Singer’s 1970 was a blend of good and bad that saw him make only 16 starts after contracting hepatitis early in the season. He was out for nearly two months, missing all of May and half of April and June, respectively. The highlight of his season – during which he went 8-5 with a 3.13 ERA – was a July 20th no-hitter against the Phillies in which he fanned 10 and didn’t walk a batter.

He was responsible though for both Philly runners who reached base, hitting the second batter of the game [Oscar Gamble] and committing a throwing error on a Don Money grounder in the seventh. Otherwise, he would have been perfect.

Injuries and an anemic L.A. offense cost Singer over the next two seasons as he went 16-33, which contributed to the November 1972 trade that sent him to the California Angels, along with Frank Robinson and Bobby Valentine as well as two others for Ken McMullen and Andy Messersmith.

“The first time you get traded is a shock after that it’s just business,” Singer said.

Singer took well to the new ballpark and the new league, winning 20 games for the second time in 1973. This time he picked up his 20th win on the next to last day of the season and finished at 20-14 with a 3.22 ERA in what was then a franchise record 40 starts. Nolan Ryan would start 41 games the next season and that remains the standard for the Angels. Singer also equaled his career best with 315 2/3 innings, made possible largely by his career-high 19 complete games.

The injury bug struck again, though, midway through the 1974 season. Singer was 7-4 with a 2.98 ERA in 14 starts through the first week of June when Singer was sidelined with a ruptured lumbar disc that required season-ending surgery.

Shoulder and elbow problems plagued Singer in 1975 and, other than his second career save, it was a largely non-descript season that ended with him going 7-15 with a 4.98 ERA in 29 games [27 starts]. He underwent elbow surgery in the fall and was dealt to the Texas Rangers for Jim Spencer in December.

The move, much like the move to the Angels several years earlier, seemed to agree with Singer. He got off to an unusually quick start – for him – and was 4-1 with a 3.49 ERA through nine starts. That included a pair of completes games – a six-hitter against Boston on May 1 and a 1-0 shutout of the Angels in Anaheim on May 12. The latter effort came on three days rest.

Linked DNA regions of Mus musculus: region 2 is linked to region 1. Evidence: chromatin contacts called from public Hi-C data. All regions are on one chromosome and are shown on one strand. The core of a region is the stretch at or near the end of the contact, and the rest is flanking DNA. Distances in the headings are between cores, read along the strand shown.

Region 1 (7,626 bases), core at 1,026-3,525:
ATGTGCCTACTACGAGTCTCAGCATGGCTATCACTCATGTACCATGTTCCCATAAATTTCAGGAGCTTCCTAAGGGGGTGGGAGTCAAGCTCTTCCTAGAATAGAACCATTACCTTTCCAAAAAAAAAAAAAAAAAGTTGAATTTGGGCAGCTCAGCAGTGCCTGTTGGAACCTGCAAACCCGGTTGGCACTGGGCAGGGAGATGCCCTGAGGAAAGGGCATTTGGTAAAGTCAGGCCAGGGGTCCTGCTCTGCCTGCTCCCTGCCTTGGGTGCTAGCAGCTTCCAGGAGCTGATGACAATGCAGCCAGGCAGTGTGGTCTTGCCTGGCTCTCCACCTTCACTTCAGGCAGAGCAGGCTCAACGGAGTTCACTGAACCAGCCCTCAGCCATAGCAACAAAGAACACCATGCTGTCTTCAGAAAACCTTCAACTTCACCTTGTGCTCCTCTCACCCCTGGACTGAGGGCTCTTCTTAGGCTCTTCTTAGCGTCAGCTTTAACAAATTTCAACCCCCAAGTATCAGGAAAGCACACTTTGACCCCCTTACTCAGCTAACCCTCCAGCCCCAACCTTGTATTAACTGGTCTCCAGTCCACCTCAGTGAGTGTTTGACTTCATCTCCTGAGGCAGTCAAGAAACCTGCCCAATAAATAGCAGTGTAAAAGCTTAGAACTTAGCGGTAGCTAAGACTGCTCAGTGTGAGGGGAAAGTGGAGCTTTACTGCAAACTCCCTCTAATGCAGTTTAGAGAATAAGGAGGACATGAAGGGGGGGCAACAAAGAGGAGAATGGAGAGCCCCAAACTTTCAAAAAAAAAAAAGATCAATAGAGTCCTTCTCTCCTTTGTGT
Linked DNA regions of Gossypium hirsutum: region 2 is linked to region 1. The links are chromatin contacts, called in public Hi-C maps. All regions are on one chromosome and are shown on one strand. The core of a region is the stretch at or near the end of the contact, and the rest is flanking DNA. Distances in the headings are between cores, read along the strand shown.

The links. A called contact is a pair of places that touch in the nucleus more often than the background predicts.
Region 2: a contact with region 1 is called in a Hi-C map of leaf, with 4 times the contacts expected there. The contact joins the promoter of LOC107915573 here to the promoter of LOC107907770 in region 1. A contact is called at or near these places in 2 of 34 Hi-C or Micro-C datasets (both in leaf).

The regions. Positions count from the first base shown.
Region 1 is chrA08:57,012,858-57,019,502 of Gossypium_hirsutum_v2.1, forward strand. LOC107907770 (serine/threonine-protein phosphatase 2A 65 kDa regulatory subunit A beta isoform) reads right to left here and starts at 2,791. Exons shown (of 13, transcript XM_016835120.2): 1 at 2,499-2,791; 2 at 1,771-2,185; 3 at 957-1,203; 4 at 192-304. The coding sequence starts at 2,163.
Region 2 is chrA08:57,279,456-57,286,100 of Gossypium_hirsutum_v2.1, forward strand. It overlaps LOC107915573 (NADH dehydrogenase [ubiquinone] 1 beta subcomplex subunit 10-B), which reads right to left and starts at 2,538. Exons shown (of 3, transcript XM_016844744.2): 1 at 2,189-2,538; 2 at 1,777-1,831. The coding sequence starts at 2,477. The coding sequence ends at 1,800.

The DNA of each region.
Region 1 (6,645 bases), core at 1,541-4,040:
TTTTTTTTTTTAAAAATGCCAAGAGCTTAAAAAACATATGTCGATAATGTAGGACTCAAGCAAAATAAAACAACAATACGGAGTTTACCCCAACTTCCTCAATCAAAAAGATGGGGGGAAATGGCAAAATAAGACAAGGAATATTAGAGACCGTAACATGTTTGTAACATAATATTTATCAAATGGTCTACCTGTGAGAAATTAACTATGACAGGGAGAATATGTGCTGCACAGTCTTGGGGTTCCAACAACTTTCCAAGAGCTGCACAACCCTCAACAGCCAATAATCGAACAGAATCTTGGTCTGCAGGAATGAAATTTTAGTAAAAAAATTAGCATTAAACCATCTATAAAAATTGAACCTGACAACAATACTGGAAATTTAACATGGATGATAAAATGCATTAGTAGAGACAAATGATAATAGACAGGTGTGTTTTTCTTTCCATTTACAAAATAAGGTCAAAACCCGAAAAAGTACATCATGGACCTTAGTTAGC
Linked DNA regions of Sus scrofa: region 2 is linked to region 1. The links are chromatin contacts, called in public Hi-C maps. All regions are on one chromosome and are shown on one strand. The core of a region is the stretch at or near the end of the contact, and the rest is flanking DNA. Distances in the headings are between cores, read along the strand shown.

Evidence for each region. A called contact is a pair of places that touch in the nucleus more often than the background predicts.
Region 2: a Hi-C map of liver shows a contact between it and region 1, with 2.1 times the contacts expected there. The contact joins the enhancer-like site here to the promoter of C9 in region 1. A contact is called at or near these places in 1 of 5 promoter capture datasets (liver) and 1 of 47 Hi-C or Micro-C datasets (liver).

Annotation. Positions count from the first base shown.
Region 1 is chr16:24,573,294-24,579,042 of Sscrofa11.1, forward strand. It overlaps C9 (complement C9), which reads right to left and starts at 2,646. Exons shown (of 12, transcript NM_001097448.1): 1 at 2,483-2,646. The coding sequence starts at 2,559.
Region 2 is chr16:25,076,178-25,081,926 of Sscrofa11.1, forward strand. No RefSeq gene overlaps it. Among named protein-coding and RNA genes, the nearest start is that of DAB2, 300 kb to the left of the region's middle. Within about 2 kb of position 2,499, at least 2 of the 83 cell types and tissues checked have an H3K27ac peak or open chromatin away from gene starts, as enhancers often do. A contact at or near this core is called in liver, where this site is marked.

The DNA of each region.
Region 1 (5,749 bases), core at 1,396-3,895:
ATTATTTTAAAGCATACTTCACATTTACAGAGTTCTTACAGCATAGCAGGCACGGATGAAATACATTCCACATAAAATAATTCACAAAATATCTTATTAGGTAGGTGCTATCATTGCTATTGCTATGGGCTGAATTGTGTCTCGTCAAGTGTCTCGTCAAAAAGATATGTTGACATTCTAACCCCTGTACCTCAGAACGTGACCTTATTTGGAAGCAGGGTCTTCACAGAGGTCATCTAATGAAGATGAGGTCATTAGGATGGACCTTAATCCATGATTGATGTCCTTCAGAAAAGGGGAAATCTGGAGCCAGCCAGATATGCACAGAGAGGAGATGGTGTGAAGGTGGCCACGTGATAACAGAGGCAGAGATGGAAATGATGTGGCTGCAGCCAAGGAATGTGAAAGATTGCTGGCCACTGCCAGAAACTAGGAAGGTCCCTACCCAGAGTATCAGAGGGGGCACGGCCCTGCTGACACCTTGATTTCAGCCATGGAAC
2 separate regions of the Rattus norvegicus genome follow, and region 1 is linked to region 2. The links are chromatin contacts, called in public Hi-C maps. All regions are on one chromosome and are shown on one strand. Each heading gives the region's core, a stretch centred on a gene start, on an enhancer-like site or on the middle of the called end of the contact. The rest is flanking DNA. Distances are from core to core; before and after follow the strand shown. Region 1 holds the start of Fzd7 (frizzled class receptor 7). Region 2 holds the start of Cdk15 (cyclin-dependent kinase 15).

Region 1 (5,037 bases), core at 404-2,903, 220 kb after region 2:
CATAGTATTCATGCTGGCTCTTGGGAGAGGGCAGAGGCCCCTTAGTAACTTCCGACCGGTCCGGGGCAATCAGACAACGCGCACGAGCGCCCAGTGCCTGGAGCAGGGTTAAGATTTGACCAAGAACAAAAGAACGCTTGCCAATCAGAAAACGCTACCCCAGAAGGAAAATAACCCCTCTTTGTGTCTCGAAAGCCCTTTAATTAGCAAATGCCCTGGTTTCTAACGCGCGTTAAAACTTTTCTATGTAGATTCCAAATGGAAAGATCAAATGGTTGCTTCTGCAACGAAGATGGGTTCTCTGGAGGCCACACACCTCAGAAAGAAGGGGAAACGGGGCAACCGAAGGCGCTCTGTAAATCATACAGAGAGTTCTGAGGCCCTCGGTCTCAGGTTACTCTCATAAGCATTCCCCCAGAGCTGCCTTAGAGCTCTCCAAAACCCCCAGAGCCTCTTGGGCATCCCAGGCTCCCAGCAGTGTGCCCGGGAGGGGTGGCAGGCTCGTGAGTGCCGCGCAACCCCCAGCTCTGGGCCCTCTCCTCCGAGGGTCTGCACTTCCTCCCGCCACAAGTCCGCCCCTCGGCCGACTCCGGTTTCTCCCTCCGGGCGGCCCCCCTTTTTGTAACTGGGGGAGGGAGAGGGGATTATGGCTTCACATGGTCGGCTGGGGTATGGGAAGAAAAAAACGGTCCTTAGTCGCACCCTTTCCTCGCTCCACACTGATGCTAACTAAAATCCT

Singer made his next start on June 1 but at some point during that game he was traded to the Twins in a deal that was announced after he was out of the game. He credited Texas pitching coach Sid Hudson with teaching him a sinking fastball which helped him “become a totally different pitcher”. He took that sinking fastball to Minnesota and went 9-9 with a 3.77 ERA in 26 starts. Singer proved that season, when healthy, he could still be a workhorse, going a combined 13-10 with a 3.69 ERA over 236 2/3 innings.

His efforts, however, were not enough for the Twins to protect him in that fall’s expansion draft. Singer was taken with the 28th pick by Toronto.


The 33-year-old Singer was coming off a solid season and the Jays thought enough of him to make him the Opening Day starter. He said he enjoyed his time in Toronto as it proved to be a different experience.

“The weather wasn’t good but there was a lot of energy in the city; I enjoyed it,” Singer said. “Toronto had been a cowboy town; they rode cattle up there and had them slaughtered so it was that type of mentality early. When Montreal said it was going to secede from Quebec businesses were moving to Toronto. It was kind of interesting to be there when all that was happening.”

The injuries, however, were once again an issue as his shoulder and back continued to cause him problems. Singer was limited to 13 games [12 starts] during which he went 2-8 with a 6.79 ERA. His last Major League game was on July 16 against the Tigers, a 2 1/3-inning outing that saw him allow four runs on four hits and a pair of walks.

Singer had back surgery not long after that game and was on the disabled list for the rest of the season and all of 1978 before calling it a career.

“I still wanted to play but I had that second back surgery,” Singer said. “I had my back fused. It was either that or drag my right foot behind me. What was I going to do? It wasn’t easy walking away but at that time I had to do it.”

Singer went into real estate following his retirement working for Coldwell Banker. He got involved with the construction of industrial buildings and warehouses. He also started the Newport Beach Little League for his children and spent eight years developing local leagues, such as the Connie Mack League, as his children got older. Ultimately, nearly three dozen of his former players signed professional contracts, including Aaron Boone and Shawn Green.

“It was awesome,” Singer said. “The little league went from zero kids to 1,100 kids.”

Singer also eventually got back into professional baseball working as a scout and National Crosschecker for several teams, including the Marlins, Pirates and Nationals. He retired nearly five years ago and doesn’t watch baseball anymore.

“I guess I got burned out,” he said. “I had enough. I am just enjoying life and traveling and seeing the world whenever I can though we had our wings clipped the last couple of years with CoVid.”

Covered a Mets-Astros doubleheader in 1987 and never looked back. Spent eight years at MLB.com, more than half of that as the Mets beat writer. Had one beat writer from another newspaper threaten to kill him in an elevator at the winter meetings. The other half was as MiLB.com’s staff historian. Worked three years in Philly at Comcast covering the Phillies’ minor leagues and doing weekly TV spots. Author of the popular blog The Bobblist, which covers everything A to Z in the world of bobbleheads. Really.